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State/Church Briefs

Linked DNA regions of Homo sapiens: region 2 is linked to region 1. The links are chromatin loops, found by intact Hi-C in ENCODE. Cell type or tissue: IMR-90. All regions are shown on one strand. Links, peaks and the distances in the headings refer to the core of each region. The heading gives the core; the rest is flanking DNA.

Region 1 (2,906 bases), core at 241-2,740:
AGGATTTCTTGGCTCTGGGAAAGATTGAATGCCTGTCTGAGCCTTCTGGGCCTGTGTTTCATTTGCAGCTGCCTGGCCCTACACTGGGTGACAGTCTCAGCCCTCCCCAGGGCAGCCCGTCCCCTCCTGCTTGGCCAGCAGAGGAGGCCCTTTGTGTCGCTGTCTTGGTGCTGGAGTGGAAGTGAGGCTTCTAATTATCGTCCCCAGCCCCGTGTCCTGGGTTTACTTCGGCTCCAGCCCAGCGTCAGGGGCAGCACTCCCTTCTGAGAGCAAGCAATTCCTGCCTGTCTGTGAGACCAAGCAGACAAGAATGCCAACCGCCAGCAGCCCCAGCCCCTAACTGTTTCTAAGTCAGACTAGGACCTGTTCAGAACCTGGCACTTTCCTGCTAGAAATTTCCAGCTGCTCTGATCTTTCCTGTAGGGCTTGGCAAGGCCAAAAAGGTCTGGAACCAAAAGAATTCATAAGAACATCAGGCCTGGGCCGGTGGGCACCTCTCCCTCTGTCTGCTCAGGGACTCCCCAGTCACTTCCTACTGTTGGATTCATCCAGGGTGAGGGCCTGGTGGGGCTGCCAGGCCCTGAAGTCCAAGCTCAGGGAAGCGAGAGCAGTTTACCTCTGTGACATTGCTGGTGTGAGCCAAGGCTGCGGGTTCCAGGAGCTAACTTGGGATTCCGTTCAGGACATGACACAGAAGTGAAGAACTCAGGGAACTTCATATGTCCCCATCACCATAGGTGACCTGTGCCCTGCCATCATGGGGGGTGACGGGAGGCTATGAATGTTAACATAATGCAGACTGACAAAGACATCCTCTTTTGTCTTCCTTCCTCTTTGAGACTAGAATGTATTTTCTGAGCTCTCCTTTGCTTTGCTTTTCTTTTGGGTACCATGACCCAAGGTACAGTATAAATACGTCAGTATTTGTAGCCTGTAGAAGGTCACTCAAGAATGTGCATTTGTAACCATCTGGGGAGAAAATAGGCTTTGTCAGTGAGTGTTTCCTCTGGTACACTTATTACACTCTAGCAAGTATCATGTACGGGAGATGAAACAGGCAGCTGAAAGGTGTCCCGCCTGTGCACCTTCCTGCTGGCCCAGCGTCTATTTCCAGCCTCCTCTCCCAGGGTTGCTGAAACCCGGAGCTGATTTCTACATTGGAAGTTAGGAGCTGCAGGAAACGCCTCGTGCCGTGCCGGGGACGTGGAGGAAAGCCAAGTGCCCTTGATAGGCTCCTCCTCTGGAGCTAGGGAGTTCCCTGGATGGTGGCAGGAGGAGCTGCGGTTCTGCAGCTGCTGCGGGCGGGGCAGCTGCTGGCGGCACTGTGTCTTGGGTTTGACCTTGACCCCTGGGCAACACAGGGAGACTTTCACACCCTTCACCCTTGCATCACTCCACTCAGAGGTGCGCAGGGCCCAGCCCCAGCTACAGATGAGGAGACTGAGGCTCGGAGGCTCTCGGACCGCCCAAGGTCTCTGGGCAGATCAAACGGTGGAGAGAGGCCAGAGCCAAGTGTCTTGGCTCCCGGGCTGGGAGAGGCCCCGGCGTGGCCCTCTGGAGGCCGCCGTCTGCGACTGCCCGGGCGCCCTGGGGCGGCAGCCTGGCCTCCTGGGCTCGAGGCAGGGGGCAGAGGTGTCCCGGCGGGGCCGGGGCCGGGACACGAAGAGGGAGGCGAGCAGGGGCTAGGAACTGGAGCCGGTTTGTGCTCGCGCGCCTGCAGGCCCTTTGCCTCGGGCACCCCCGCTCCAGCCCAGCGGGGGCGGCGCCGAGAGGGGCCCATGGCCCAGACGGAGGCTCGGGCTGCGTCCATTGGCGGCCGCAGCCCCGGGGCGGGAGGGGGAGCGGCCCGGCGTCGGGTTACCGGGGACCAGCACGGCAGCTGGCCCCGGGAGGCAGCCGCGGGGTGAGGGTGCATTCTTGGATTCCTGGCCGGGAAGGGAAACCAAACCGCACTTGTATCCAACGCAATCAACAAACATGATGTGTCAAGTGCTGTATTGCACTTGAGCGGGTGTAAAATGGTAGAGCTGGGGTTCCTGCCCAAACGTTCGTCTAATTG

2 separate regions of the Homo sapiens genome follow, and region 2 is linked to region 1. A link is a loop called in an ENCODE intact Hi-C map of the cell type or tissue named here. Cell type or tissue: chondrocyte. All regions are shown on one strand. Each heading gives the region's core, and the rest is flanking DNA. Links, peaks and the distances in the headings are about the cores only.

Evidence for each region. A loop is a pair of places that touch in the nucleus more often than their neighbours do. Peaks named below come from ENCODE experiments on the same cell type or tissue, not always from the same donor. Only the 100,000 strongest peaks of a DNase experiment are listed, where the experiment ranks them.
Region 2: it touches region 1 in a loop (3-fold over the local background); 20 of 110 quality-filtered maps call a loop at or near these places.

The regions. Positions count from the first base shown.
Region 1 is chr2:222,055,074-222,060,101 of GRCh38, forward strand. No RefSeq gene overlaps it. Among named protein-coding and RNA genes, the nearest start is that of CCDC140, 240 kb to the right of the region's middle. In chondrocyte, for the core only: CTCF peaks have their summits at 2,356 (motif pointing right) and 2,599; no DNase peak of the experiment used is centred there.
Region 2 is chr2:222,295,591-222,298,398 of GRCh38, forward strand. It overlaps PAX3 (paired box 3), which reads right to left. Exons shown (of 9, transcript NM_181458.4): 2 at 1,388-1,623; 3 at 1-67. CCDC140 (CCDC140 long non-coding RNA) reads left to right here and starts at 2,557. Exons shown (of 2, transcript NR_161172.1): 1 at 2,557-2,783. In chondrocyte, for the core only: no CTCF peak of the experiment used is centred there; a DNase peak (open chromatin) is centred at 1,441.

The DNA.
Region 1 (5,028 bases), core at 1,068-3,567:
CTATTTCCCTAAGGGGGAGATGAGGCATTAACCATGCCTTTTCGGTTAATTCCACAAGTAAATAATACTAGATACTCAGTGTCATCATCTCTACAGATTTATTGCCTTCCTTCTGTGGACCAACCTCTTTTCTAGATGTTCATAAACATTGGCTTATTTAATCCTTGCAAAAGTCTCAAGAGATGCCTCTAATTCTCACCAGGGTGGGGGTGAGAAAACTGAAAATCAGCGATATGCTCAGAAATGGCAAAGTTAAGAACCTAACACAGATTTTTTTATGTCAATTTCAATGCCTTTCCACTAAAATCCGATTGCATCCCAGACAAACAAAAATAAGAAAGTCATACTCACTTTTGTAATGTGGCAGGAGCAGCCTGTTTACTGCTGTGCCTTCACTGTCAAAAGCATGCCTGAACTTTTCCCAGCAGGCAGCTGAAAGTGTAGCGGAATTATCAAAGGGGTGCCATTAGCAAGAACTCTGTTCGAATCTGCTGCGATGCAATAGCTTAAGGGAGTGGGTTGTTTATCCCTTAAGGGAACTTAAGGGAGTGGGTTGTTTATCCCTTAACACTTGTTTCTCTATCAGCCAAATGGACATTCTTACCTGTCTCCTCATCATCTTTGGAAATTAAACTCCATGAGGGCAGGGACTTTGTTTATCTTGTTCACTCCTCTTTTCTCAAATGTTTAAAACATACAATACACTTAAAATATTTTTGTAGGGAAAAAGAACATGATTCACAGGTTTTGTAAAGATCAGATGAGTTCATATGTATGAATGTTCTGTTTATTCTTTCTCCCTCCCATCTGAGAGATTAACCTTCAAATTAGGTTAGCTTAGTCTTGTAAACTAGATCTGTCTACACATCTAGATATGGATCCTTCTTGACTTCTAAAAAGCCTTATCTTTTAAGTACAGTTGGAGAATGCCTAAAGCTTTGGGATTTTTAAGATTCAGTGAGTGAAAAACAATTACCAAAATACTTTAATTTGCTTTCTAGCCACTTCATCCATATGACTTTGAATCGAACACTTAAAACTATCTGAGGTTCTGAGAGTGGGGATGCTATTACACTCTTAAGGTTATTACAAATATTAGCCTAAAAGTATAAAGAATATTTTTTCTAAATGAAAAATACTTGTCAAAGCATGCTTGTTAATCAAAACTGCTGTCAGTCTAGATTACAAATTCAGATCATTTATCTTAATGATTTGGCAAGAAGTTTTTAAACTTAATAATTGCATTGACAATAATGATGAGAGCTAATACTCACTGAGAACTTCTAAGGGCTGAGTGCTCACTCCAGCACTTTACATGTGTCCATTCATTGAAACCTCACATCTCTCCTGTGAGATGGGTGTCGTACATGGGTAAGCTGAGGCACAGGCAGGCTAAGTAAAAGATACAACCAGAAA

Priest helps run CUNY. The New York Senate in mid-April confirmed a priest and top church administrator as a City of University New York trustee, despite opposition to his stands against abortion, contraception and gay rights. Gov. George Pataki nominated Rev. John Bonnici, who directs the Archdiocese of New York's Family Life/Respect Life Office. Just what Afghans need--more religion. The U.S. Agency for International Development will spend $6.5 million in taxpayer funds to produce textbooks, including Islamic teachings and verses from the Koran, for Afghanistan's schools. The USAID is giving a grant to the University of Nebraska at Omaha to provide textbooks and teacher-training kits to the schools. Oh, we got trouble. A pastor should be present at all city cabinet-level meetings, according to Rev. Carlton N. Pressley, the new senior religious adviser of Mayor Anthony A. Williams, Washington, D.C. Pressley and the rest of the mayor's 65-member Interfaith Council were "installed" at an evening service at Metropolitan Baptist Church in late February, with a keynote by Rev. Jesse Jackson. Christians, teens, NRA. The Christian Coalition, a group of teenagers with Rev. Patrick J. Mahoney of the antiabortion Christian Defense Coalition, and the National Rifle Association have all filed separate lawsuits challenging restrictions on campaign spending signed into law by President Bush this spring. One-upping Judge Moore? Rather than being given the right to marry, "gays and lesbians should be put in some type of mental institution," wrote George County Justice Court Judge Connie Wilkerson, of Mississippi, in a published letter to the George County Times on March 28. He added: "You need to know, as I know, that God in heaven is not pleased with this and I am sounding the alarm." Ohio Department's intelligent decision. After a hairy two-month push by creationists for inclusion of "intelligent design" in school textbooks, the Ohio Education Department issued a new draft in April with no changes in its position that students will be taught evolution. The State Board of Education--infiltrated by "intelligent design" supporters--has a Dec. 31 deadline to vote on the standards. Publicly funded religious diatribes. Florida state Rep. Randy Ball, R-Brevard County, sent a letter on House stationery to Florida newspapers in late March, which the St. Petersburg Times characterized as a "religious diatribe," condemning "homosexuality as an abomination" and speaking of a "transcendent God." Earlier in March, Ball sent out emails on his state computer invoking Jesus Christ and condemning gay adoption. Ball defended his use of state equipment and stationery: "This country runs and operates on the Judeo-Christian ethic that comes out of the bible." One Nigerian mother saved. After an international outcry, a Nigerian mother of five sentenced to die by stoning for "adultery" after a rape, was freed on March 25--but another woman has received the same sentence under Islamic shariah rules. Amina Lawal Kurami, charged with having a baby out of wedlock, is now appealing her death sentence. Ireland says "no" to Catholic Church. The Irish electorate in March narrowly rejected a constitutional amendment further restricting abortion, promoted by the Catholic Church in opposition to a Supreme Court judgment allowing abortions for suicidal women. Legislators walk out. Six lawmakers walked out during a March 5 morning prayer in the Colorado Senate by a Greeley pastor, who prayed to Jesus for lawmakers to accept Jesus and to reverse Roe vs. Wade. Charter profiteering. A California state panel said in March it found "mind-boggling" mismanagement and profiteering at 40 out of 87 public charter schools serving home-study students in California at a cost of $4,800 per pupil. More than 20 charters were unevaluated due to missing deadlines. A licensed atheist. The Florida Department of Highway Safety and Motor Vehicles sent a February notice to Steven Miles of Gainesville, revoking his "ATHEIST" license plate as "obscene or objectionable." After a public outcry, the Department reneged the order in March. "Permeated with fraud." The Federal Trade Commission has gone to court to shut down "Miss Cleo's psychic hotline," with Florida authorities joining the states of Arkansas, Illinois, Missouri, New York, North Carolina, Oklahoma, Pennsylvania and Wisconsin in filing separate suits. Florida code pushes religion. By a 9-4 vote on April 4, a negotiating team approved a compromise to a 1,800-page rewrite of Florida's school code, pushed by Gov. Jeb Bush, which includes provisions allowing students to pray, preach and distribute religious literature. Many senators warned it comes with a million-dollar price tag in expected lawsuits. Florida voucher scandal. The St. Petersburg Times published an April expose about Florida's $25-million-a-year voucher program, revealing that entrepreneur educators Art and Angel Rocker, who stand to collect $1.5 million in school voucher money this year, are quitting. The rightwing couple is leaving church leaders in charge of the church schools, dogged by complaints of teacher turnover, low pay, and even using food banks to feed students. Arizona charter revoked over religion. The Arizona Board of Education voted in late March to revoke the state's first charter school, with a Glendale school accused of illegally promoting religion with its $1.1 million in tax support. Saving clergy tax breaks. The House of Representatives voted 408-0 in mid-April to approve H.R. 4156, clarifying the "parsonage" exemption that ministers, priests and rabbis have received for housing since 1921. The legislation, which moved into the Senate, codifies the IRS' most restrictive practice of permitting clergy to deduct the "fair rental value" of their homes. Ashcroft's Folly Justice Department staff complained in March that U.S. Attorney General John Ashcroft has added singalongs of his own song to the routine at his daily prayer meetings. When asked by the Guardian why she objected, a department lawyer replied: "Have you heard the song? It really sucks." Ashcroft launched into a lusty 4-minute rendition of "Let the Eagle Soar" following a recent speech to a seminary. Excerpts of the tape repeatedly have run on CBS' David Letterman Show, but Ashcroft declined to reprise his "hit" during an April appearance there. The Guardian reported the AG even asked for Hispanic volunteers to translate his song into Spanish. An excerpt: "Soar with healing in her wings, As the land beneath her sings. Only God, no other kings. Let the mighty eagle soar." A clip of Ashcroft's unusual performance, showcasing a Pentecostal-style vibrato, which must be seen to be believed, is at: http://cnn.com/video/us/2002/02/025/ashcroft.sings.wbtv.med.html (download RealPlayer at real.com to play). "Should the Praying Mantis Be Our State Insect?" The following letter, written by a Foundation member, was published in the St. Paul Pioneer Press [March 28]: The Legislature has passed and the governor approved the image of a praying male figure as an official "state photograph." Can we next expect a state religious watercolor or oil painting? Will we need a state weed or state cloud formation? Should the praying mantis be our state insect? In addition to making Minnesota appear silly, there is a serious aspect. The insinuation of religious themes in governmental affairs is an insult to the 14 percent of Americans who do not have a god belief. And it weakens the constitutional separation of church and state. Shame on the Legislature for passing this bill. --William Van Druten, Minnesota